Manual: 138     
   Mechanical: 124     
    All mechanical CPR subject groups received manual CPR prior to deployment of the device.    
    AutoPulse was used.    
6 Use of an Automated, Load-distributing Band Chest Compression Device for Out-of-Hospital Cardiac Arrest Resuscitation [12] Adult patients over 18 years of age with non- traumatic OHCA. Phased, non-randomized observational study of clinical outcomes of patients treated before and after transition from manual CPR to using mechanical CPR device, AutoPulse. ROSC, survival to hospital admission and hospital discharge, and neurological outcome at discharge. ROSC (mechanical: 34.5% vs. manual: 20.2%), Survival to hospital admission (mechanical: 20.9% vs. manual: 11.1%), Survival to hospital discharge (mechanical: 9.7% vs. manual: 2.7%). No difference in CPC (p = 0.360) and OPC (p = 0.400) Better mechanical CPR performance if ambulance response time is less than 8 minutes. Mechanical CPR is better.
   Manual: 499     
   Mechanical: 210     
7 Manual Chest Compression vs. Use of Automated chest compression device during resuscitation following out of hospital cardiac arrest: a randomized trial [13] Adult patients over 18 years of age, non-traumatic OHCA and resuscitation attempted by EMS. Multi-centre randomized trial. Survival with spontaneous circulation 4 hours after emergency call is made, Survival to hospital discharge, CPC at hospital discharge. No difference in survival to 4 hours (mechanical: 29.5% vs. manual: 28.5%, p =0.740), survival to discharge (mechanical: 5.8% vs. manual: 9.9%, p =0.060). Difference in CPC score at hospital discharge (mechanical: 3.1% vs. manual: 7.5%, p = 0.006). Study was terminated when it was found that mechanical CPR was associated with worse neurological outcomes and a trend towards worse survival than manual CPR.
    AutoPulse was used.    
   Manual: 517     
   Mechanical: 554     
8 Clinical consequences of the introduction of chest compression in the EMS system for treatment of out-of-hospital cardiac arrest – a pilot study [24] Adult patients over 18 years of age, witnessed, non-traumatic OHCA. Non-randomized, controlled trial. LUCAS was used. ROSC at any time during treatment, Survival at hospital admission, survival to hospital discharge with neurological recovery. No significant difference in ROSC, survival to hospital admission or hospital discharge. No sufficient evidence to support that Mechanical CPR would improve outcome. This was due to long delay between arrival of ALS vehicle and use of Mechanical CPR (6 minutes).
   Manual: 169    No difference in CPC scores between 2 groups (majority 1 and 2).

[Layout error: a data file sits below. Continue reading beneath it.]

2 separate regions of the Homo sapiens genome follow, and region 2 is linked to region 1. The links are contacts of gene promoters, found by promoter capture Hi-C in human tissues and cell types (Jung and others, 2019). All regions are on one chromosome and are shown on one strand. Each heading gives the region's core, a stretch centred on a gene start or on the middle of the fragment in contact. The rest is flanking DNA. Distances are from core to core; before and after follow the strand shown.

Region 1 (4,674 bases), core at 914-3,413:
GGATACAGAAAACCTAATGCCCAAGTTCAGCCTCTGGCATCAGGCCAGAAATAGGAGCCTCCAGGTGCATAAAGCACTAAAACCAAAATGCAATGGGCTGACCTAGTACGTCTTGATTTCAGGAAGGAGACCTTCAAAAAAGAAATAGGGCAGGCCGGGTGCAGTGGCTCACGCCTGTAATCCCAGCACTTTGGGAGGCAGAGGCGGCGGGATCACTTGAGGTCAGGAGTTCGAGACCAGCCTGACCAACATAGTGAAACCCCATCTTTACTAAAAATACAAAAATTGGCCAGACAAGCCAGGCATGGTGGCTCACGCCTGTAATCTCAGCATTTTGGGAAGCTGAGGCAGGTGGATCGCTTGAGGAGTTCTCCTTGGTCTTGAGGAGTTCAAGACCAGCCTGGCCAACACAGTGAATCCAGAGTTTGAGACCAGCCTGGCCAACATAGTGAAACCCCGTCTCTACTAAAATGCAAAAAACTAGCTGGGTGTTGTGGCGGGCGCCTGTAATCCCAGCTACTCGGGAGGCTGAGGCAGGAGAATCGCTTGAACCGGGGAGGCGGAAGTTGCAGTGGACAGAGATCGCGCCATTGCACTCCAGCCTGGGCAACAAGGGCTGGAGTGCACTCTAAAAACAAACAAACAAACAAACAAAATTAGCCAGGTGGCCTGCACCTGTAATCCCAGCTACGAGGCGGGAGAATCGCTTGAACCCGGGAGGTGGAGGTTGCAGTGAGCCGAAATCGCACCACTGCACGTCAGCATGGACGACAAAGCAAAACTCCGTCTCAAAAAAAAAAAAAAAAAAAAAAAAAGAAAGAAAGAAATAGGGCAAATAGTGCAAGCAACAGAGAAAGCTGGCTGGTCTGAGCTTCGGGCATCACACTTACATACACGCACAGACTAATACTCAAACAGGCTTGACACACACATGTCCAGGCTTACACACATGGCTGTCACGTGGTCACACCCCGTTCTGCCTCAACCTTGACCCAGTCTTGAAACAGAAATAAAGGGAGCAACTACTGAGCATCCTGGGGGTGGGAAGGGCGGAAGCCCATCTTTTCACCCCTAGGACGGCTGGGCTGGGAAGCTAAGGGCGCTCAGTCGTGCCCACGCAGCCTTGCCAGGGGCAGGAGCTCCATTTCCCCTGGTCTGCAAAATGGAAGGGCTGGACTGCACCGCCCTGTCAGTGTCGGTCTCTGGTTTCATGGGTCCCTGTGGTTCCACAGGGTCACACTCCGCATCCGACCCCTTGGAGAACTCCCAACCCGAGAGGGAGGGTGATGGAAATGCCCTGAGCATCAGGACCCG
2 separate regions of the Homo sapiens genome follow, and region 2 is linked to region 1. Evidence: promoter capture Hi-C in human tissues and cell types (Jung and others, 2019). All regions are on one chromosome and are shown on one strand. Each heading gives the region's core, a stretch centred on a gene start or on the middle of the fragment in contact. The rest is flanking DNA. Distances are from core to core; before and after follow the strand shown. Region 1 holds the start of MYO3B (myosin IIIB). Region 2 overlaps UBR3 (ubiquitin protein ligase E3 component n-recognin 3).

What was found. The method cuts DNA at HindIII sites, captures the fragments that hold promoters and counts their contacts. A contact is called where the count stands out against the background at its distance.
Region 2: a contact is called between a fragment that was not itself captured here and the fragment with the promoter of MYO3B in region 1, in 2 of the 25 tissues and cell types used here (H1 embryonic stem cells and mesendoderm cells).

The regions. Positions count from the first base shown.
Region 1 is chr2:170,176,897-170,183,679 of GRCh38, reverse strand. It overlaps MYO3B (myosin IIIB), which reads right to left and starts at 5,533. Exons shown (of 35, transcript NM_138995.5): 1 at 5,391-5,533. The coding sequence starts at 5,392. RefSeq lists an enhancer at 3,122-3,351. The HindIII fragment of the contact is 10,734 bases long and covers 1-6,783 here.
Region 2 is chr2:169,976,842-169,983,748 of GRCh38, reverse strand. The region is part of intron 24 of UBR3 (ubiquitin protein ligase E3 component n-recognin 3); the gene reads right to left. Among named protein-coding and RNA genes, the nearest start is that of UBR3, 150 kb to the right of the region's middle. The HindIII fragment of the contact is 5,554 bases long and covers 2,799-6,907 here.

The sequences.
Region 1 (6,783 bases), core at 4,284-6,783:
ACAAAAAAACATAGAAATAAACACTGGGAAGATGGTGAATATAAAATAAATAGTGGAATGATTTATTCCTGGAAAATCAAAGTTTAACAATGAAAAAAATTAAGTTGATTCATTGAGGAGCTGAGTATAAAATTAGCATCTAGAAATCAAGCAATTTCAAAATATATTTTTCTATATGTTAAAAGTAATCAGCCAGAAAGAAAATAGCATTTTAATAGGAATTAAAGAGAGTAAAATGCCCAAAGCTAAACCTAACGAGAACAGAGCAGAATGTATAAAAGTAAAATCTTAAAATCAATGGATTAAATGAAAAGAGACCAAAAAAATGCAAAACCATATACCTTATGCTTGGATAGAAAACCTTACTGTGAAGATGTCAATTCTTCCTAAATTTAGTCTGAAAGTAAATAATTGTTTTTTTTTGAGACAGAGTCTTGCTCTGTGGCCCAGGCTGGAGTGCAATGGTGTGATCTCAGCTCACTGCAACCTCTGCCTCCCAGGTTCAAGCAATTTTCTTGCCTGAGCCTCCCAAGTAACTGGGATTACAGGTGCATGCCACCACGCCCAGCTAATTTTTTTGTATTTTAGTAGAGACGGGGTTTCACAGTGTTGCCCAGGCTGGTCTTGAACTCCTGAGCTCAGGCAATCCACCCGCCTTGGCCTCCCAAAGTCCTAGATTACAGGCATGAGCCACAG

Mechanical: 159     
9 Mechanical active compression-decompression cardiopulmonary resuscitation (ACD-CPR) versus manual CPR according to pressure of end tidal carbon dioxide (PETCO2) during CPR in out-of-hospital cardiac arrest (OHCA) [20] Adult patients over 18 years of age, non-traumatic OHCA. Prospective, cluster level, pseudo-randomized trial. ETCO2 was measured after tracheal intubation for 15 minutes or until detection of ROSC. Readings were categorized to initial, minimum, average and maximum. ETCO2 was significantly higher in mechanical CPR as compared to manual CPR according to initial (3.38 vs. 2.71, p = 0.010), average (3.26 vs.2.69, p = 0.040) and minimum (2.24 vs. 1.69, p = 0.010). No significant differences according to maximum value between 2 groups (4.88 vs.4.48, p = 0.230).
No differences in survival outcomes and there was a long time interval between cardiac arrest to start of CPR and to ROSC for both groups.
Mechanical CPR performed compressions with higher cardiac output than manual chest compressions.
    LUCAS was used.    
   Manual: 62     
   Mechanical: 64     
10 Effectiveness of mechanical versus manual chest compressions in out- of-hospital cardiac arrest resuscitation: a pilot study [21] Adult patients over 16 years of age with non-traumatic OHCA. Prospective, odd/even day randomization study. ETCO2 measurements at 5 minutes after intubation and CPR began, and a second measure at initiation of transport to hospital. Statistical significant between both groups. 80% in manual group has decreasing ETCO2 while 20% has increasing ETCO2. Mechanical CPR produced better cardiac output, overall, ;when compared to manual CPR.
    Odd days were using mechanical CPR and even days using manual CPR.    
   Manual: 10     
   Mechanical:10     
      All patients (3 excluded) in mechanical CPR do not have decreasing ETCO2. No difference in patient outcomes.  
    Thumper was used.